Magnetic Moment of a spinning shell

So, in summary, your solution is incorrect because it does not consider the changing angular velocity of the sphere.
  • #1
Ataman
18
0
The problem reads:

Find the magnetic moment of a spinning shell of charge Q, radius R, and angular velocity [tex]\vec{\omega}[/tex].

My solution:

I split the sphere into infinitely small loops of current (from top to bottom) and add them up. I set my origin on the center of the sphere and integrate with respect to y from 0 to R times two to get the entire sphere.

The start of the problem:

[tex]\vec{\mu} \,= A\vec{I}[/tex]
[tex]d\vec{\mu} \,= A(d\vec{I})[/tex]

Solving for [tex]d\vec{I}[/tex]:

[tex]d\vec{I} = \frac{dQ}{t}[/tex]
[tex]d\vec{I} = \frac{\sigma dA}{t}[/tex]
[tex]d\vec{I} = \frac{\sigma dA}{(\frac{2\pi}{\omega})}[/tex]
[tex]d\vec{I} = \frac{\sigma \omega dA}{2\pi}[/tex]

Plugging [tex]d\vec{I}[/tex] back:

[tex]d\vec{\mu} \,= \frac{\sigma \omega A dA}{2\pi}[/tex]

Changing A and dA, so I could integrate in terms of dy:

[tex]A \,= \pi r^2[/tex]
[tex]A \,= \pi (R^2-y^2)[/tex]
[tex]dA \,= -2 \pi y dy[/tex]

Then setting up the integral:
[tex]d\vec{\mu} \,= - \frac{2 \sigma \omega \pi^2}{2\pi} y (R^2-y^2) dy[/tex]
[tex]d\vec{\mu} \,= - \sigma \omega \pi y (R^2-y^2) dy[/tex]
[tex]\vec{\mu} \,= - 2 \sigma \omega \pi \int_{0}^{R} y (R^2-y^2) dy[/tex]

Without sigma:
[tex]\vec{\mu} \,= - \frac {Q \omega}{2R^2} \int_{0}^{R} y (R^2-y^2) dy[/tex]

This is incorrect, and I have a suspicion it has to do with the "dA" part.

If you don't mind his handwriting, http://nebula.deanza.fhda.edu/physics/Newton/4B/MagneticMomentSphere.jpg is the correct way to do the problem. I am rather uncomfortable integrating over angles, so I opted for a different way.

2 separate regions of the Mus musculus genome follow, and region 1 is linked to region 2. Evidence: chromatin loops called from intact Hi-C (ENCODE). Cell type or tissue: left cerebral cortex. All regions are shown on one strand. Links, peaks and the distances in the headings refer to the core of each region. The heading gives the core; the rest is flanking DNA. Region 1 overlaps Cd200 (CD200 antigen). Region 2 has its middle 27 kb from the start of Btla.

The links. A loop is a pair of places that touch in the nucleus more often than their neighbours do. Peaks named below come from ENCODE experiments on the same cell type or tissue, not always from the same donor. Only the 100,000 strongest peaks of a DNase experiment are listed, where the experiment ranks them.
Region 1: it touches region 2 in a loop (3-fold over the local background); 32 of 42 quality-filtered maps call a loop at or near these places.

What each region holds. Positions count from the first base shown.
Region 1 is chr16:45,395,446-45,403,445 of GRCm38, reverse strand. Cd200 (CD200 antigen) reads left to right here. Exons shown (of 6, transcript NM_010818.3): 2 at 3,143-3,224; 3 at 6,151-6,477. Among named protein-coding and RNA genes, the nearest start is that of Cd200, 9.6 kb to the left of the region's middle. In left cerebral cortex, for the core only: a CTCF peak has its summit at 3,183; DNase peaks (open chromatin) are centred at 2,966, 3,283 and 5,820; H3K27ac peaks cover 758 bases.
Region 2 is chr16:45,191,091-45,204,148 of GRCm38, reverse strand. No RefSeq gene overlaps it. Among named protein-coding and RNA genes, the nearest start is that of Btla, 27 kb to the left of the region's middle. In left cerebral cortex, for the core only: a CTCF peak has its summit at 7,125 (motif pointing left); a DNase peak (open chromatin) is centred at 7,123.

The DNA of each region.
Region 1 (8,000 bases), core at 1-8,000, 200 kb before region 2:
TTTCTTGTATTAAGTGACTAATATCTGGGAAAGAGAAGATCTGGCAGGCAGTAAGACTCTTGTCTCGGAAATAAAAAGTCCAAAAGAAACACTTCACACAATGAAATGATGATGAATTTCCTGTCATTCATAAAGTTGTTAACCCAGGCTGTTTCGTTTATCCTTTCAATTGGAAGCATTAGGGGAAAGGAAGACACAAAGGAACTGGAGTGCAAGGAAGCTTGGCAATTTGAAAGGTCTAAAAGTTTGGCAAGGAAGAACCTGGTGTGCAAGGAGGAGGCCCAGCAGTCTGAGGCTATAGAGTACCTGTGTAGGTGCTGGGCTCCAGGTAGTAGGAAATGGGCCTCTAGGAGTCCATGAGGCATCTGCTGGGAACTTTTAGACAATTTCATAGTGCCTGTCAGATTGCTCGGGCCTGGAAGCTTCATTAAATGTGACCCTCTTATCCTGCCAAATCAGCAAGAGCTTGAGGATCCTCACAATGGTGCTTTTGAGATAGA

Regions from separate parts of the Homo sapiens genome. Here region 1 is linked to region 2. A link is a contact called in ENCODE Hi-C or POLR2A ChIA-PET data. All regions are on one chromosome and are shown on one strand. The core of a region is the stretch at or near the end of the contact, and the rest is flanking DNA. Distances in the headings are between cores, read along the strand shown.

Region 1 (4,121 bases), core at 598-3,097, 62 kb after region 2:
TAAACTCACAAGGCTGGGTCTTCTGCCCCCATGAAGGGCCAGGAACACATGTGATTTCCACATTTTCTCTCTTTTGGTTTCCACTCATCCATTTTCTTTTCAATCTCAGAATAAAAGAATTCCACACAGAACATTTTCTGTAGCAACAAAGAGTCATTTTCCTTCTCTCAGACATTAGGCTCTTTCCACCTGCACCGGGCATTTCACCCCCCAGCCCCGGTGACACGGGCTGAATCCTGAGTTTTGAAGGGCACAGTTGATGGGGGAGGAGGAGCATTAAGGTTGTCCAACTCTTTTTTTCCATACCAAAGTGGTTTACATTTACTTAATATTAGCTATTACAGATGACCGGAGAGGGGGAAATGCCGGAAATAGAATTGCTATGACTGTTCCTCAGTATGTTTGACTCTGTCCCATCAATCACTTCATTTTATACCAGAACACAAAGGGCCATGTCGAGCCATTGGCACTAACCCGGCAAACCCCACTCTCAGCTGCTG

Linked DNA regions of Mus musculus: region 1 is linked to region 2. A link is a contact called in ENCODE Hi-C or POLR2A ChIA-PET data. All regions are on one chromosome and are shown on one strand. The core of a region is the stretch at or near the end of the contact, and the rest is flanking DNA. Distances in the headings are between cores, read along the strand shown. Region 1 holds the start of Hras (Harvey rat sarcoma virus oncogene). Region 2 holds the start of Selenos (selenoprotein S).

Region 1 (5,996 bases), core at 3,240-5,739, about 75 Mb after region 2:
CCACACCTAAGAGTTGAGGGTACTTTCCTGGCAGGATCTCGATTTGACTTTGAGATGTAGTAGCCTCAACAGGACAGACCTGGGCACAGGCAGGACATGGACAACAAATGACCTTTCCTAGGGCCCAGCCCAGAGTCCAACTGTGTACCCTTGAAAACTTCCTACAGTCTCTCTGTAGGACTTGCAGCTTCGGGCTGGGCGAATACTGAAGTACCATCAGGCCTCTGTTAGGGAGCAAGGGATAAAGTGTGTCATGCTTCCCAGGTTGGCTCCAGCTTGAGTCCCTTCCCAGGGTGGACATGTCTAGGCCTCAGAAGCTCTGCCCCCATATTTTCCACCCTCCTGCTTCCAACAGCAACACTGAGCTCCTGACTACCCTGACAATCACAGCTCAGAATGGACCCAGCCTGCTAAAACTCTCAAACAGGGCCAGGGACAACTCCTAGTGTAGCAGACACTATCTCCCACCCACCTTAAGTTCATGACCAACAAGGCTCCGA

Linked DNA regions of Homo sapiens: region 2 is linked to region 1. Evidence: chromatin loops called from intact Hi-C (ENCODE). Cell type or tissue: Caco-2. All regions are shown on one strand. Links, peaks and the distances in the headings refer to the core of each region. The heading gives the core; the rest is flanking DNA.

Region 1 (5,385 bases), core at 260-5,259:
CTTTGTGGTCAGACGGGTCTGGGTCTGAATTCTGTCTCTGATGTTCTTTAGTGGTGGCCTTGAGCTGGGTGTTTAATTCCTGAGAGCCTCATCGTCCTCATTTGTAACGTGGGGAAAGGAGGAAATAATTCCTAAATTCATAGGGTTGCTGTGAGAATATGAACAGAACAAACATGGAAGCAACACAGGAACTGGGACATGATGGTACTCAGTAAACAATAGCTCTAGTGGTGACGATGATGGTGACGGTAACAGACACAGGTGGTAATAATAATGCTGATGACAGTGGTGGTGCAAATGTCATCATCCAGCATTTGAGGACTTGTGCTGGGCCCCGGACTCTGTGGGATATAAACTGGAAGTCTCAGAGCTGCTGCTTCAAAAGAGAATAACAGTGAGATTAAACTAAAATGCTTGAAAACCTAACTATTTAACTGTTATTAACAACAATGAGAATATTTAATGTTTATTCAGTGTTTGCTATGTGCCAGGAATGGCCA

I would like to know why my way does not work.

-Ataman
 
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  • #2
The problem with your solution is that you are not taking into account the fact that the angular velocity \vec{\omega} is changing over the surface of the sphere. This means that the amount of current in each loop (and thus the magnetic moment) is not constant. In order to calculate the magnetic moment, you need to take into account the angular velocity at each point on the surface of the sphere. The solution given in the link you provided does this by integrating the magnetic moment over the entire surface of the sphere.
 

Related to Magnetic Moment of a spinning shell

1. What is the definition of magnetic moment of a spinning shell?

The magnetic moment of a spinning shell refers to the measure of the strength and direction of the magnetic field produced by a shell or ring of electrically charged particles that are rotating or spinning.

2. How is the magnetic moment calculated for a spinning shell?

The magnetic moment of a spinning shell can be calculated by multiplying the current flowing through the shell by the area that is enclosed by the shell and the axis of rotation. It can also be calculated by multiplying the angular momentum of the spinning shell by the gyromagnetic ratio.

3. What factors affect the magnetic moment of a spinning shell?

The magnetic moment of a spinning shell is influenced by various factors such as the strength of the current flowing through the shell, the radius of the shell, the speed of rotation, and the type of material that makes up the shell.

4. How does the magnetic moment of a spinning shell relate to the Earth's magnetic field?

The Earth's magnetic field can be thought of as a magnetic dipole, and the magnetic moment of a spinning shell is also a measure of a magnetic dipole. Therefore, the magnetic moment of a spinning shell can be used to understand and model the Earth's magnetic field.

5. What are some real-world applications of the magnetic moment of a spinning shell?

The magnetic moment of a spinning shell has many practical applications, such as in magnetic resonance imaging (MRI) machines, where it is used to create a strong and stable magnetic field. It is also used in particle accelerators and in the study of magnetic materials and their properties.

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